Oooh, that’s dope! I appreciate you. On the flip side, I think right now where the world is at, drugs is cool for therapy. And this is before music, because a lot of people are passing off of suicide, overdoses, trying to cure they depression. And that’s the cool way for the youth. And I know, because I was once upon a time a young man who wanted to pour up that syrup to fix my pain, or I wanted to pop some Oxycotin to heal whatever I’m going through, and try to block out whatever my hurt is at that time. I feel like that s–t is self-inflicted, and it causes a lot of casualties.
How is learning about all of this changed your perspective on parenting when it comes to discipline and teaching your children how to process their emotions?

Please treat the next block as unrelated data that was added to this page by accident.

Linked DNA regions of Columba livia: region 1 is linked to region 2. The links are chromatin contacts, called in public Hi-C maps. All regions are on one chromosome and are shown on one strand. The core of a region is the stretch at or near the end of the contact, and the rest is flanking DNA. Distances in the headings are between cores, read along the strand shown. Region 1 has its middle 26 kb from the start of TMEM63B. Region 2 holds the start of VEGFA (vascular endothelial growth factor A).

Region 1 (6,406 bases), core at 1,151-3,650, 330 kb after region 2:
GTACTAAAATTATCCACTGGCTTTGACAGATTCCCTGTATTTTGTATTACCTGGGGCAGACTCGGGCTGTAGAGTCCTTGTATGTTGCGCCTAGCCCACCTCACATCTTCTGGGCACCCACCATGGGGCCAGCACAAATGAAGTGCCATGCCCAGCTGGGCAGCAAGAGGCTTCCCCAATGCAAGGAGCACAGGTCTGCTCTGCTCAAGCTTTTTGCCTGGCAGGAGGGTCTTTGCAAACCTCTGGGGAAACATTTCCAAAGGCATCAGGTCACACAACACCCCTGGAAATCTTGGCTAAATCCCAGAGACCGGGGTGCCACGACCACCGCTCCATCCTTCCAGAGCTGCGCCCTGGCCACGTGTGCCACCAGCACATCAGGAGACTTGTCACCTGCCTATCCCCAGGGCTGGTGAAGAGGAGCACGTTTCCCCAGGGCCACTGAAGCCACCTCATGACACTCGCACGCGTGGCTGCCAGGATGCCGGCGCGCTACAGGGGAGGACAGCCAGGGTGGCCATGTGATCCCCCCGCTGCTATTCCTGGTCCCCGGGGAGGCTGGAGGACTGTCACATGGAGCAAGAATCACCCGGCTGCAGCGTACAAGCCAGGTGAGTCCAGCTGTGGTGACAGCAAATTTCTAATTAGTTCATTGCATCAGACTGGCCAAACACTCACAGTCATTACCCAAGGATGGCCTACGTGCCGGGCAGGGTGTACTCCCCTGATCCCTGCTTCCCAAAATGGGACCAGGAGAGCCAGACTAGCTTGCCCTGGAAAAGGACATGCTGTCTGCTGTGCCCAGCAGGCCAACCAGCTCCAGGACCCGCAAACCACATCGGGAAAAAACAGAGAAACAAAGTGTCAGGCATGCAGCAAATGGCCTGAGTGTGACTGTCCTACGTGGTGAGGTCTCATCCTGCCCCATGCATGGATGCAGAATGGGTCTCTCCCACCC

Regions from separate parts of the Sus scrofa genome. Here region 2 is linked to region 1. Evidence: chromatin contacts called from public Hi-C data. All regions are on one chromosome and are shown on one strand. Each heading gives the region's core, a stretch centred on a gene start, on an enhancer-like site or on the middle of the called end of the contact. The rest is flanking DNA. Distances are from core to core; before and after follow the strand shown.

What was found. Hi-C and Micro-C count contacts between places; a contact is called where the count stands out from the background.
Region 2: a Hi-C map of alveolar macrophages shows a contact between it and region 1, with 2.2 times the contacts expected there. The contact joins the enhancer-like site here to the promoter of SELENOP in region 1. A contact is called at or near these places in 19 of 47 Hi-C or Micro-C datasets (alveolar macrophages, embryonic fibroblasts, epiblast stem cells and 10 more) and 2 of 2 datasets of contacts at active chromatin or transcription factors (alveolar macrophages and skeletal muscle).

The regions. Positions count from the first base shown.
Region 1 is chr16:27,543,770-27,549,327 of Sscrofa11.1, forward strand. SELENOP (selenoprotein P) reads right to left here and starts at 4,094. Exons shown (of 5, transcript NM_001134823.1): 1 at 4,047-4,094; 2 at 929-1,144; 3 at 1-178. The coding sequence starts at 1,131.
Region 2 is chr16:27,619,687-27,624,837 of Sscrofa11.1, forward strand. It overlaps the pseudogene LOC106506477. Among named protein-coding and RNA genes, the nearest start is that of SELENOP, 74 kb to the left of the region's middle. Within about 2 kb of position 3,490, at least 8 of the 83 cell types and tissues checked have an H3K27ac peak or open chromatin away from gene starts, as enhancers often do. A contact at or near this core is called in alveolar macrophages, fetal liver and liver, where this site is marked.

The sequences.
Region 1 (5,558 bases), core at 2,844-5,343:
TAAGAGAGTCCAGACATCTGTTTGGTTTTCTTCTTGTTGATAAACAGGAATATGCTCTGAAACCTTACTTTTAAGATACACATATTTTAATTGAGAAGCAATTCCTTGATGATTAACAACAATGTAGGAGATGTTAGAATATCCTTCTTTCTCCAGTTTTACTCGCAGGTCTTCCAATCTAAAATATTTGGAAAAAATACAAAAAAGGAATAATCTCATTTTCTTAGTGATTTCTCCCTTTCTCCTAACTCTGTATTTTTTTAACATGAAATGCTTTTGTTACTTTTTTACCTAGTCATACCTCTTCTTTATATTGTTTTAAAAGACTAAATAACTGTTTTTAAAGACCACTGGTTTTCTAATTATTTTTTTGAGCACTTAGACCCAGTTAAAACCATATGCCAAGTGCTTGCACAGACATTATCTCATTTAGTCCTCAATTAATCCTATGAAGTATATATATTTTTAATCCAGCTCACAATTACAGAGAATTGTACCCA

I’m whopping that a–. Sike, nah. [Laughs.] I think it’s great, because whatever I experienced with my parents, that situation alone is untreated trauma, and it just motivated me to just be that much better with my children, to my children. That’s my real motivating factor. I don’t think it actually comes from the therapy session, I think it comes from the actual untreated trauma. And it’s something in me that’s like, “I can’t fail mine.”
I felt failure before, I felt what it felt like to be failed, and I give [my daughters] that same feeling. I don’t want it to bite me in the a–. I don’t want them to paint they picture and they perspective of me is a dud. I refuse to accept that.
The album is out. Are you going on tour?
Most definitely! I don’t know the days yet, we finna mock it up right now. But the album [is] out, Untreated Trauma, mandatory snatch. It’s going crazy!